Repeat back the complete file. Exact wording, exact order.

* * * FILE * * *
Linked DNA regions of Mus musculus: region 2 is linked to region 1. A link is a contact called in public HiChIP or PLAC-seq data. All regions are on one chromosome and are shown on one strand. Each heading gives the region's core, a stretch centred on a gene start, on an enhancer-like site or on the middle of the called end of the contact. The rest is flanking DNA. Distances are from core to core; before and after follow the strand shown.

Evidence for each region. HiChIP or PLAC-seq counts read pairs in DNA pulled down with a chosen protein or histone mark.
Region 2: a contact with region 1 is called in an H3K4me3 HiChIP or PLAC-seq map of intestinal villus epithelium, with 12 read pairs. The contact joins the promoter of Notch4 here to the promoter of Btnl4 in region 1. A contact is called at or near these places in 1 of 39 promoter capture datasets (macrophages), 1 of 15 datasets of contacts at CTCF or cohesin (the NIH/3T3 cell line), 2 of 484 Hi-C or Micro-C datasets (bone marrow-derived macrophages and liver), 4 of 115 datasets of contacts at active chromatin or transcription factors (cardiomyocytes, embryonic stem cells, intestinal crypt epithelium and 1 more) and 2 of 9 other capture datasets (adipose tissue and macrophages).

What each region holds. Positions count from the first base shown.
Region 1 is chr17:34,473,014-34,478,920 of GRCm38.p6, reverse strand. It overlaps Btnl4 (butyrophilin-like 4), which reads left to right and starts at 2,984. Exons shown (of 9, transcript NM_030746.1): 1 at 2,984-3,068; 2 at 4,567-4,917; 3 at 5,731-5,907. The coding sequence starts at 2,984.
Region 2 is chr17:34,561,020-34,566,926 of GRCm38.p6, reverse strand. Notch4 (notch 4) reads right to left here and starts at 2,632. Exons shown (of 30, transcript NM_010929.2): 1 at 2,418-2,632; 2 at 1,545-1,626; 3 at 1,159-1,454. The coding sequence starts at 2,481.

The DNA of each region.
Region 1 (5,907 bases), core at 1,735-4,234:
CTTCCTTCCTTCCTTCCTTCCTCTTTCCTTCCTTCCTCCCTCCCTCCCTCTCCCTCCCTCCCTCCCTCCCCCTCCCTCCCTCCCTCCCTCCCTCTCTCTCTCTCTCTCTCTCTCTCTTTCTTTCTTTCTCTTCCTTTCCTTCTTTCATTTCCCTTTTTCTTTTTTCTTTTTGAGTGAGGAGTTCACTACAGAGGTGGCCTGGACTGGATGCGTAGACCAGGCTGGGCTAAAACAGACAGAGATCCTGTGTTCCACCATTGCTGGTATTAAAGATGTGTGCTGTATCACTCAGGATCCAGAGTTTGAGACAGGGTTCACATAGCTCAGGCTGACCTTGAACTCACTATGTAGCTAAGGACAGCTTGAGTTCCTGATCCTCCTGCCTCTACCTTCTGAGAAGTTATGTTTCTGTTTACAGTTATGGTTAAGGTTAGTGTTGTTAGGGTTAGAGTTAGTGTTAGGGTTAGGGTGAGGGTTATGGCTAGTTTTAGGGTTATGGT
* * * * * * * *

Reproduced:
Linked DNA regions of Mus musculus: region 2 is linked to region 1. A link is a contact called in public HiChIP or PLAC-seq data. All regions are on one chromosome and are shown on one strand. Each heading gives the region's core, a stretch centred on a gene start, on an enhancer-like site or on the middle of the called end of the contact. The rest is flanking DNA. Distances are from core to core; before and after follow the strand shown.

Evidence for each region. HiChIP or PLAC-seq counts read pairs in DNA pulled down with a chosen protein or histone mark.
Region 2: a contact with region 1 is called in an H3K4me3 HiChIP or PLAC-seq map of intestinal villus epithelium, with 12 read pairs. The contact joins the promoter of Notch4 here to the promoter of Btnl4 in region 1. A contact is called at or near these places in 1 of 39 promoter capture datasets (macrophages), 1 of 15 datasets of contacts at CTCF or cohesin (the NIH/3T3 cell line), 2 of 484 Hi-C or Micro-C datasets (bone marrow-derived macrophages and liver), 4 of 115 datasets of contacts at active chromatin or transcription factors (cardiomyocytes, embryonic stem cells, intestinal crypt epithelium and 1 more) and 2 of 9 other capture datasets (adipose tissue and macrophages).

What each region holds. Positions count from the first base shown.
Region 1 is chr17:34,473,014-34,478,920 of GRCm38.p6, reverse strand. It overlaps Btnl4 (butyrophilin-like 4), which reads left to right and starts at 2,984. Exons shown (of 9, transcript NM_030746.1): 1 at 2,984-3,068; 2 at 4,567-4,917; 3 at 5,731-5,907. The coding sequence starts at 2,984.
Region 2 is chr17:34,561,020-34,566,926 of GRCm38.p6, reverse strand. Notch4 (notch 4) reads right to left here and starts at 2,632. Exons shown (of 30, transcript NM_010929.2): 1 at 2,418-2,632; 2 at 1,545-1,626; 3 at 1,159-1,454. The coding sequence starts at 2,481.

The DNA of each region.
Region 1 (5,907 bases), core at 1,735-4,234:
CTTCCTTCCTTCCTTCCTTCCTCTTTCCTTCCTTCCTCCCTCCCTCCCTCTCCCTCCCTCCCTCCCTCCCCCTCCCTCCCTCCCTCCCTCCCTCTCTCTCTCTCTCTCTCTCTCTCTTTCTTTCTTTCTCTTCCTTTCCTTCTTTCATTTCCCTTTTTCTTTTTTCTTTTTGAGTGAGGAGTTCACTACAGAGGTGGCCTGGACTGGATGCGTAGACCAGGCTGGGCTAAAACAGACAGAGATCCTGTGTTCCACCATTGCTGGTATTAAAGATGTGTGCTGTATCACTCAGGATCCAGAGTTTGAGACAGGGTTCACATAGCTCAGGCTGACCTTGAACTCACTATGTAGCTAAGGACAGCTTGAGTTCCTGATCCTCCTGCCTCTACCTTCTGAGAAGTTATGTTTCTGTTTACAGTTATGGTTAAGGTTAGTGTTGTTAGGGTTAGAGTTAGTGTTAGGGTTAGGGTGAGGGTTATGGCTAGTTTTAGGGTTATGGT